Alsema’s opinion piece highlights a key point that is often not brought up when addressing the current peace process- the fact that there has been ‘war fatigue’ developing throughout the Colombian military.  Alsema dates this back to 2004, which coincides with the ‘securitisation’ policies being pursued under the Uribe administration (2002-2010).  Well-known for his hardline approach and regarded as a ‘strong leader’, Uribe essentially vowed to annihilate the FARC and the ELN by military means whilst simultaneously pursuing the demobilisation of the AUC in 2006.  As the piece notes, there was a significant shift in the FARC’s military and political strategy in 2008, when there was a leadership move within the insurgency to adopt a more defensive approach.  Partly as a response to some major military crackdowns against the insurgency during Uribe’s second term (including the deaths of key FARC leaders), this lead to a move away from mobile combat with emphasis on territory control, to a retreat back to ‘hit-and-run’ strategy within the insurgency.  Consequently, as Alsema notes, this lead to an increase in offensive strategy by the Colombian military and pressure for results.  Whilst the opinion piece highlights some staggering statistics to support this, another indicator was multiple allegations of fake demobilisations- including that of the ‘Cacica Gaitana Front‘, that turned out never to actually exist.

It is evident that Santos’ popularity is dwindling in the polls.  There is a growing sentiment of disenchantment, and much of the Colombian population is becoming fed up with the peace process and its slow progress.  The idea of bilateral ceasefire implementation then comes into question. Although unpopular and could be considered by some as a sign of weakness from the government, is bilateral ceasefire imperative to achieving a signed peace agreement?  Since the beginning of negotiations, I have tended to agree with the acknowledgement that Santos was well aware of this ‘war fatigue’ amongst the military- particularly during his time as Uribe’s defence minister before becoming President.  Moreover, and as I’ve mentioned before, I do believe that there is a conscious acknowledgment that both the government and FARC have reached a military ‘mutually hurting stalemate’.  It’s unlikely that the Colombian military will be able to defeat the FARC, or even the ELN with military means alone.  Put bluntly, money and aid provided under Plan Colombia haven’t had success in destroying the insurgencies.  At the same time, the guerrillas will obviously never be able to achieve their political goals militarily.  Alsema presents a strongly-worded conclusion-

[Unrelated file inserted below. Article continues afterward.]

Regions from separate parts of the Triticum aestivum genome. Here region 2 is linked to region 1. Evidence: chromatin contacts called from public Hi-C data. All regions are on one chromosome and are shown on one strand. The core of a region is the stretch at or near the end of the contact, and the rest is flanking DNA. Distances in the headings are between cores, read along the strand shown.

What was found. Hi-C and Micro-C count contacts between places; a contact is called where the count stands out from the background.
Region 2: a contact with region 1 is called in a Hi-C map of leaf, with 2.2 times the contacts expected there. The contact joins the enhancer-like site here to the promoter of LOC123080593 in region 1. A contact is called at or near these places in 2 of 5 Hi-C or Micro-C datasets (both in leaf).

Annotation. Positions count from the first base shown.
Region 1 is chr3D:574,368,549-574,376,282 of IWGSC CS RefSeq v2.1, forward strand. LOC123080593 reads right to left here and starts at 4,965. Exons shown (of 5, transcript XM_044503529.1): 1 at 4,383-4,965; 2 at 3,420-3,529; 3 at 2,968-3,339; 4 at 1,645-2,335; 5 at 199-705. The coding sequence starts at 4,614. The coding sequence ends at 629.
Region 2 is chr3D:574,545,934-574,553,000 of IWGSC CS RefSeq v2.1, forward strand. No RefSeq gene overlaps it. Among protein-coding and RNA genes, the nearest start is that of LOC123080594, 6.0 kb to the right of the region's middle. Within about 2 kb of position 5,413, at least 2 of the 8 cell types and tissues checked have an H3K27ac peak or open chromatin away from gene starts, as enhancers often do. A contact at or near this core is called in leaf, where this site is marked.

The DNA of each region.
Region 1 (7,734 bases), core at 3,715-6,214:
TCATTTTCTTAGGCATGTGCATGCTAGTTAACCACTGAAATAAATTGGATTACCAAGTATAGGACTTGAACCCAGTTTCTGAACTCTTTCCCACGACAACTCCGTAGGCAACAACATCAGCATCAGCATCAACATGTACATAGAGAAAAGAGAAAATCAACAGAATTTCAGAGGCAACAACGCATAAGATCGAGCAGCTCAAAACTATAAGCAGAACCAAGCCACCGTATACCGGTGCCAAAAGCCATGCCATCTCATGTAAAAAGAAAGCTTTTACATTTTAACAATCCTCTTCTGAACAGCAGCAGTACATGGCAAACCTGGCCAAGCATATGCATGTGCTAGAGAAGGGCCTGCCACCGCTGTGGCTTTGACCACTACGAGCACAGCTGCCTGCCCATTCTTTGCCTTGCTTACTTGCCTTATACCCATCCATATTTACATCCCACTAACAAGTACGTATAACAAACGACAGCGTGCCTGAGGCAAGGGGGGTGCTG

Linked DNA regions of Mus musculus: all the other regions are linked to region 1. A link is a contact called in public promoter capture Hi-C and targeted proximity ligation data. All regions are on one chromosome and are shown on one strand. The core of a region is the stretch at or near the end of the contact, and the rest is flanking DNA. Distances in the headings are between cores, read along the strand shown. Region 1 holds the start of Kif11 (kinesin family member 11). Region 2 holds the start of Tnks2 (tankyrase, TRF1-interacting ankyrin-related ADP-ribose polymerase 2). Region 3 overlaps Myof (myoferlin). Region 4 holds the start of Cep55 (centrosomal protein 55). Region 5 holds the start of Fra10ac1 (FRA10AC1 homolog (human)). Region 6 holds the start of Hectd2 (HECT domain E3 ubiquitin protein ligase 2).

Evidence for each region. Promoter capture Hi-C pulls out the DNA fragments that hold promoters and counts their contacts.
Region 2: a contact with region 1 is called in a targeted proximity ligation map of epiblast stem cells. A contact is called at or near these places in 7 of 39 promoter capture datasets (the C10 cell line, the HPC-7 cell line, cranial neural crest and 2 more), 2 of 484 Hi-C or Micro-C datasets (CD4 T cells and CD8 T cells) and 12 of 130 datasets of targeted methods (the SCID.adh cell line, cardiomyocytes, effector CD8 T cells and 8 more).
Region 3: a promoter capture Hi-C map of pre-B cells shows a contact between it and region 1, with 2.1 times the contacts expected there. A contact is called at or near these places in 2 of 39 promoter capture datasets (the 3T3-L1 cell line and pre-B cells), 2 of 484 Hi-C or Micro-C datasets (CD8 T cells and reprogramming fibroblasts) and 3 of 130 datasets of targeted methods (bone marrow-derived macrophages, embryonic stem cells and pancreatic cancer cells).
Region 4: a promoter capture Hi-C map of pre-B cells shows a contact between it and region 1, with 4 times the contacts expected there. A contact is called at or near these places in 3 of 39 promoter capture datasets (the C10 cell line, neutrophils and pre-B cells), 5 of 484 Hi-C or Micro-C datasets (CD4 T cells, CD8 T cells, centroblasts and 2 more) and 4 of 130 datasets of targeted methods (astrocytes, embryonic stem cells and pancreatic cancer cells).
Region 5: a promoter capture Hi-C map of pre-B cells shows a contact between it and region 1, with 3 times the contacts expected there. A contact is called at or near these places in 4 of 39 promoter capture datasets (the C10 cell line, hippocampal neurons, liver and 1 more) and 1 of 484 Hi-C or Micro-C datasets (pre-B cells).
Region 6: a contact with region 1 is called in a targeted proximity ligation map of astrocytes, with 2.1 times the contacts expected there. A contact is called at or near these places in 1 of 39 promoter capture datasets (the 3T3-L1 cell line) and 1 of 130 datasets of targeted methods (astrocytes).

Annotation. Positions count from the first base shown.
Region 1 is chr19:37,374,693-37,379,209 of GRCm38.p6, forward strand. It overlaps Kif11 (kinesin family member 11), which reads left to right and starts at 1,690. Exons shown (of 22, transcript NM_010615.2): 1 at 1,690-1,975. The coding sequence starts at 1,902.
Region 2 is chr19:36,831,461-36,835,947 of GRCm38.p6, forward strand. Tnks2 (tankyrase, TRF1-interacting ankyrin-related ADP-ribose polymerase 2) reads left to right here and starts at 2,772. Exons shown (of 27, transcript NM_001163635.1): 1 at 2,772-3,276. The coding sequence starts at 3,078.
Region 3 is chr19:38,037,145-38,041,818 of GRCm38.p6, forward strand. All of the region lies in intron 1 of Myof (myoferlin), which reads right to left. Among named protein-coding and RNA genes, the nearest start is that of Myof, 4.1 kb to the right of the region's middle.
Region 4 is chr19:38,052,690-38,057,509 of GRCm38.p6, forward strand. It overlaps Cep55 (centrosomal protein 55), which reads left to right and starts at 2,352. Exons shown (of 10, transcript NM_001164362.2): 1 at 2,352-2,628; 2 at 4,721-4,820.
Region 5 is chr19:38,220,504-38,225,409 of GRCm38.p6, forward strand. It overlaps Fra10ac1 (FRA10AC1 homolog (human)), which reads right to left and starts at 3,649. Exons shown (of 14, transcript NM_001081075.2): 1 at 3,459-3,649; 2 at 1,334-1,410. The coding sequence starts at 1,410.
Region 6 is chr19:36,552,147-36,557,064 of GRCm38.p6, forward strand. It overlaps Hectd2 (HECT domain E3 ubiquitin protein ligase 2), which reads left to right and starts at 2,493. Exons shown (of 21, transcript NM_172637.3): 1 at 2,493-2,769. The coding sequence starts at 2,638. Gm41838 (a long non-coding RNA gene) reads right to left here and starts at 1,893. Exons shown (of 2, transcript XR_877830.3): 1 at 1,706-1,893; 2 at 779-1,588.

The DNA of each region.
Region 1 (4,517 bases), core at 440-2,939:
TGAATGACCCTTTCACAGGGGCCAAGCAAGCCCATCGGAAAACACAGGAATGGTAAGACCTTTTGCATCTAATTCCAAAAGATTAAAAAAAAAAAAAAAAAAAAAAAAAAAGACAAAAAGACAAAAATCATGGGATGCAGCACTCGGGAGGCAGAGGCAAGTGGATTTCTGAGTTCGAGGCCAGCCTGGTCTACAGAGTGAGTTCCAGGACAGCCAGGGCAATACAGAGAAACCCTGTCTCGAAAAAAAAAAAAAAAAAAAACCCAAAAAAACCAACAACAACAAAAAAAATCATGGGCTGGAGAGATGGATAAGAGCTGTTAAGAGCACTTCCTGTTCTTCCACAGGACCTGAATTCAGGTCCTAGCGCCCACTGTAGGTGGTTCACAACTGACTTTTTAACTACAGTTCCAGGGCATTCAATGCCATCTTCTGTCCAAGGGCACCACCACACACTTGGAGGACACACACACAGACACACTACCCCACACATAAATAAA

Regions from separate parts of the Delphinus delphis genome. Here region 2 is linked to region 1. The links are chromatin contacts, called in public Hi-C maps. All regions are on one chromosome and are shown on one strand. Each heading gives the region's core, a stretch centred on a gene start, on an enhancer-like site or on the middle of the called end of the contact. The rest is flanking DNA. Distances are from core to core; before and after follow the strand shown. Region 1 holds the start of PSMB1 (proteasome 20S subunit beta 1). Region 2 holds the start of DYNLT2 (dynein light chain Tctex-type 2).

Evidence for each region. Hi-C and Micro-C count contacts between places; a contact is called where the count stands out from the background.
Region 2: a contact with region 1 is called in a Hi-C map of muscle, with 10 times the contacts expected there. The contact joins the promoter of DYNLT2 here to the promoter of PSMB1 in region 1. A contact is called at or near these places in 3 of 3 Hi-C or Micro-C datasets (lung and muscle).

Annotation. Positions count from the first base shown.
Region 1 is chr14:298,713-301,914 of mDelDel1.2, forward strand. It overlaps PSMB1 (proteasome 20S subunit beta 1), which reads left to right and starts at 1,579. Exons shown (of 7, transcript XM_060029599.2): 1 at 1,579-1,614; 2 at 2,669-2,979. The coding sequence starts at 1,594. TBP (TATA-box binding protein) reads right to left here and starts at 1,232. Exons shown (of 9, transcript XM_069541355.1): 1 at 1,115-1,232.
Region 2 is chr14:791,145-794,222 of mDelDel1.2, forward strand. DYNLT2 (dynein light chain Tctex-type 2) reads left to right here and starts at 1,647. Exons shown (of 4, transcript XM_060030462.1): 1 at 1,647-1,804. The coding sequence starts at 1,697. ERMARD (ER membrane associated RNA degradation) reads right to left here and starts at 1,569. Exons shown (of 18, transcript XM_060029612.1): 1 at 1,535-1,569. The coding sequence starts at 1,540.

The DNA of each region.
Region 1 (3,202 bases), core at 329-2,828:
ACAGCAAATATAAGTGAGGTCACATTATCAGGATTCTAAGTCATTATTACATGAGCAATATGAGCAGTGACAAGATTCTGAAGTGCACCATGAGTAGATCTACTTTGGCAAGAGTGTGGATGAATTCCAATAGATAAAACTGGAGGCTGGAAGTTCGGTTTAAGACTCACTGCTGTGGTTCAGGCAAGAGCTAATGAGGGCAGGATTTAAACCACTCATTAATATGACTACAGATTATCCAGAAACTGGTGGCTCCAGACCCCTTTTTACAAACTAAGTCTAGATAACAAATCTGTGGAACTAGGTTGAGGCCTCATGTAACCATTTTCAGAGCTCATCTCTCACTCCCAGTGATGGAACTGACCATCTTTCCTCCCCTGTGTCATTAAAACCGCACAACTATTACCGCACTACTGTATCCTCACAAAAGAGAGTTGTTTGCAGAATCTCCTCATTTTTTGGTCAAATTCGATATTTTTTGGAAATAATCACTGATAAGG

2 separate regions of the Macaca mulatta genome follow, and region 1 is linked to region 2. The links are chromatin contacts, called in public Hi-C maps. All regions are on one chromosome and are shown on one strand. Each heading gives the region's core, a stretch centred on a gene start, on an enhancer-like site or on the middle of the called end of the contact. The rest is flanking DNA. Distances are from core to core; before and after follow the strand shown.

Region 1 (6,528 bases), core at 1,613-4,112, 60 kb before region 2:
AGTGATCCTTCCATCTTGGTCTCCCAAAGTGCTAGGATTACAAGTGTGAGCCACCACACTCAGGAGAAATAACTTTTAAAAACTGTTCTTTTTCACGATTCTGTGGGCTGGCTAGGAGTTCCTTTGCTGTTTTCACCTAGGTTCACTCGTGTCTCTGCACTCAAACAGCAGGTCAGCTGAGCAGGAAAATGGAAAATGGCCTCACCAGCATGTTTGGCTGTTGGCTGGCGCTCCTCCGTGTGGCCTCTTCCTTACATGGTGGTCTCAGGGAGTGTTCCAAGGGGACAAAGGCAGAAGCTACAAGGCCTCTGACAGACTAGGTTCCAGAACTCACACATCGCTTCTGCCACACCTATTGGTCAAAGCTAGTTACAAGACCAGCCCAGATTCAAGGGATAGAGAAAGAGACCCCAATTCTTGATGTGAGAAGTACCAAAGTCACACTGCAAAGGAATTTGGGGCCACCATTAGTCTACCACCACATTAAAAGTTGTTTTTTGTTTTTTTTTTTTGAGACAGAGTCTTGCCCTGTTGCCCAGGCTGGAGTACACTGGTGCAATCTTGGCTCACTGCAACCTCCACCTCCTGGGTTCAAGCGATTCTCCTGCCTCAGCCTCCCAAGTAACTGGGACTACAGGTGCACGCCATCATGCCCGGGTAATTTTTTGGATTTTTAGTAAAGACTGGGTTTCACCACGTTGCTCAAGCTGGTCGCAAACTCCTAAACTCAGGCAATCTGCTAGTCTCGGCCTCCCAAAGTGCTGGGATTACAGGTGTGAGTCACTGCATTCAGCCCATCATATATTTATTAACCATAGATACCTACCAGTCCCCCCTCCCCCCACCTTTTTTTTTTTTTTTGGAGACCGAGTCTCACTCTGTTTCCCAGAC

‘If his objective is peace, the president should declare an indefinite and bilateral ceasefire right this minute. If he does not want peace, he should stop pretending and focus on making sure the military doesn’t collapse under the weight of his presidential incompetence’

The crossroad has been met, and something has to give if these negotiations are to keep on track.  More importantly, something has to be done to minimise further violence and conflict.  Given an investigation noted the FARC’s military activity dropped 90% with its self-imposed unilateral ceasefire, a bilateral ceasefire will likely be the move that holds this peace process together.

Pushing too far? FARC steps up infrastructure attacks

The FARC has stepped up the intensity of its infrastructure strikes. On Thursday the insurgency shot dead three policemen patrolling part of the Pan-American Highway. Utilising explosives, it then brought down an energy pylon in its latest significant attack, leaving roughly 500000 without power in the southern region of Caqueta.  These attacks come after the infrastructure strike in Buenaventura, and the insurgency’s ambush in Cauca in April, killing 11 soldiers.

President Santos has called the latest attacks ‘irrational’, and according to Colombia Reports stated-

‘Nobody can explain this type of actions…if this is the way to seek peace, if this is the way to seek support for these peace talks, they are entirely mistaken because what this generates is exactly the opposite’

Santos is right in this statement- these attacks are further contributing to the diminishment of popular support for negotiations.  It is obvious that these recent attacks on infrastructure serve a particular purpose.  They mark an attempt by the FARC to draw the Colombian government into agreeing to a bilateral ceasefire in this current round of peace negotiations.  They are also a deliberate attempt to anger the Colombian population, in order to mount pressure on the Colombian government to declare this.  As I have noted in a previous blog post, bilateral ceasefires have been rarely agreed upon in previous rounds of negotiations between the Colombian government and the FARC, with a key exception occurring with negotiations under the Betancur administration (1982-1986).  Whilst there has been mounting pressure for a bilateral ceasefire to be declared, Santos has continuously stressed that this will be unlikely- despite it being potentially necessary in order to boost current negotiations.